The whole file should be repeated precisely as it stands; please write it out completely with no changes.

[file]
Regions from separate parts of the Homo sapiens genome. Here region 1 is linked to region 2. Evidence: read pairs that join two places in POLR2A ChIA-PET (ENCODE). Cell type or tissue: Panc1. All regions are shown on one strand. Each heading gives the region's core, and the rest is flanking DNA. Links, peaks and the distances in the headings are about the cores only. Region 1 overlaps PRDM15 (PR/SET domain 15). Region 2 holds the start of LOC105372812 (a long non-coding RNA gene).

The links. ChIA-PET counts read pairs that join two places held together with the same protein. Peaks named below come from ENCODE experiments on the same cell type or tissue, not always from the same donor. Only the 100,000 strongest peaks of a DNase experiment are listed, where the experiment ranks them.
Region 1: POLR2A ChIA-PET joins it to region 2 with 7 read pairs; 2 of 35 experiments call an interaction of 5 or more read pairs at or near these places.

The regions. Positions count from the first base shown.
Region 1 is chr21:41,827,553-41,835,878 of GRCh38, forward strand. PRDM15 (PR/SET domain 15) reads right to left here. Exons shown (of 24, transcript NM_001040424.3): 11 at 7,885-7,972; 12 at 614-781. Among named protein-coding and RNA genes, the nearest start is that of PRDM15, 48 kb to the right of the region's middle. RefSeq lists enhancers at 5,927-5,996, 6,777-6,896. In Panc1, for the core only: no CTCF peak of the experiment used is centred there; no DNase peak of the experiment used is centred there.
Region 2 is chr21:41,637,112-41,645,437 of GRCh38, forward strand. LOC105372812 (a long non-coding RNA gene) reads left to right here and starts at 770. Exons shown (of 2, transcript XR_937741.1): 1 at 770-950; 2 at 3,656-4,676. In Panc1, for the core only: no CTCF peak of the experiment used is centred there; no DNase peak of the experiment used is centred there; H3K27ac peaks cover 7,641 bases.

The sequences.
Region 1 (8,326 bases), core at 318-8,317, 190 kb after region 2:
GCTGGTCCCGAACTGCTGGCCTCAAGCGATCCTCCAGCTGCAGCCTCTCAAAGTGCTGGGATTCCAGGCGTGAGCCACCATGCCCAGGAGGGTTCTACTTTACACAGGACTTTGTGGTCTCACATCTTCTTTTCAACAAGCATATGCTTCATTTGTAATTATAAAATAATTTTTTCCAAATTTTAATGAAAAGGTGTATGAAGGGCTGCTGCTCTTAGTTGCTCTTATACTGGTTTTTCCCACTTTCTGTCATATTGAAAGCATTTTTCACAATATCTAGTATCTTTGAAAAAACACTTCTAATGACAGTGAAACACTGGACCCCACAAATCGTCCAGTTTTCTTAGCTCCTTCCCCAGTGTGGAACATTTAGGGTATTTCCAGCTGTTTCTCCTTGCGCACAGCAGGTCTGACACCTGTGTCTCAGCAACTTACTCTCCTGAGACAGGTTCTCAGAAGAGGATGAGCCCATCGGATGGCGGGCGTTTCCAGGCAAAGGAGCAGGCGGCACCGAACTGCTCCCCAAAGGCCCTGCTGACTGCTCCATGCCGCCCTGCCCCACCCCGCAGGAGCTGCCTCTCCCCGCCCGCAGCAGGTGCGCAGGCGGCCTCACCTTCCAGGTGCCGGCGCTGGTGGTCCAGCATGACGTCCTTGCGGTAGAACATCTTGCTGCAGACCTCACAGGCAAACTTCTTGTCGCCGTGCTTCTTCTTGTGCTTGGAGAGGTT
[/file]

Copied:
Regions from separate parts of the Homo sapiens genome. Here region 1 is linked to region 2. Evidence: read pairs that join two places in POLR2A ChIA-PET (ENCODE). Cell type or tissue: Panc1. All regions are shown on one strand. Each heading gives the region's core, and the rest is flanking DNA. Links, peaks and the distances in the headings are about the cores only. Region 1 overlaps PRDM15 (PR/SET domain 15). Region 2 holds the start of LOC105372812 (a long non-coding RNA gene).

The links. ChIA-PET counts read pairs that join two places held together with the same protein. Peaks named below come from ENCODE experiments on the same cell type or tissue, not always from the same donor. Only the 100,000 strongest peaks of a DNase experiment are listed, where the experiment ranks them.
Region 1: POLR2A ChIA-PET joins it to region 2 with 7 read pairs; 2 of 35 experiments call an interaction of 5 or more read pairs at or near these places.

The regions. Positions count from the first base shown.
Region 1 is chr21:41,827,553-41,835,878 of GRCh38, forward strand. PRDM15 (PR/SET domain 15) reads right to left here. Exons shown (of 24, transcript NM_001040424.3): 11 at 7,885-7,972; 12 at 614-781. Among named protein-coding and RNA genes, the nearest start is that of PRDM15, 48 kb to the right of the region's middle. RefSeq lists enhancers at 5,927-5,996, 6,777-6,896. In Panc1, for the core only: no CTCF peak of the experiment used is centred there; no DNase peak of the experiment used is centred there.
Region 2 is chr21:41,637,112-41,645,437 of GRCh38, forward strand. LOC105372812 (a long non-coding RNA gene) reads left to right here and starts at 770. Exons shown (of 2, transcript XR_937741.1): 1 at 770-950; 2 at 3,656-4,676. In Panc1, for the core only: no CTCF peak of the experiment used is centred there; no DNase peak of the experiment used is centred there; H3K27ac peaks cover 7,641 bases.

The sequences.
Region 1 (8,326 bases), core at 318-8,317, 190 kb after region 2:
GCTGGTCCCGAACTGCTGGCCTCAAGCGATCCTCCAGCTGCAGCCTCTCAAAGTGCTGGGATTCCAGGCGTGAGCCACCATGCCCAGGAGGGTTCTACTTTACACAGGACTTTGTGGTCTCACATCTTCTTTTCAACAAGCATATGCTTCATTTGTAATTATAAAATAATTTTTTCCAAATTTTAATGAAAAGGTGTATGAAGGGCTGCTGCTCTTAGTTGCTCTTATACTGGTTTTTCCCACTTTCTGTCATATTGAAAGCATTTTTCACAATATCTAGTATCTTTGAAAAAACACTTCTAATGACAGTGAAACACTGGACCCCACAAATCGTCCAGTTTTCTTAGCTCCTTCCCCAGTGTGGAACATTTAGGGTATTTCCAGCTGTTTCTCCTTGCGCACAGCAGGTCTGACACCTGTGTCTCAGCAACTTACTCTCCTGAGACAGGTTCTCAGAAGAGGATGAGCCCATCGGATGGCGGGCGTTTCCAGGCAAAGGAGCAGGCGGCACCGAACTGCTCCCCAAAGGCCCTGCTGACTGCTCCATGCCGCCCTGCCCCACCCCGCAGGAGCTGCCTCTCCCCGCCCGCAGCAGGTGCGCAGGCGGCCTCACCTTCCAGGTGCCGGCGCTGGTGGTCCAGCATGACGTCCTTGCGGTAGAACATCTTGCTGCAGACCTCACAGGCAAACTTCTTGTCGCCGTGCTTCTTCTTGTGCTTGGAGAGGTT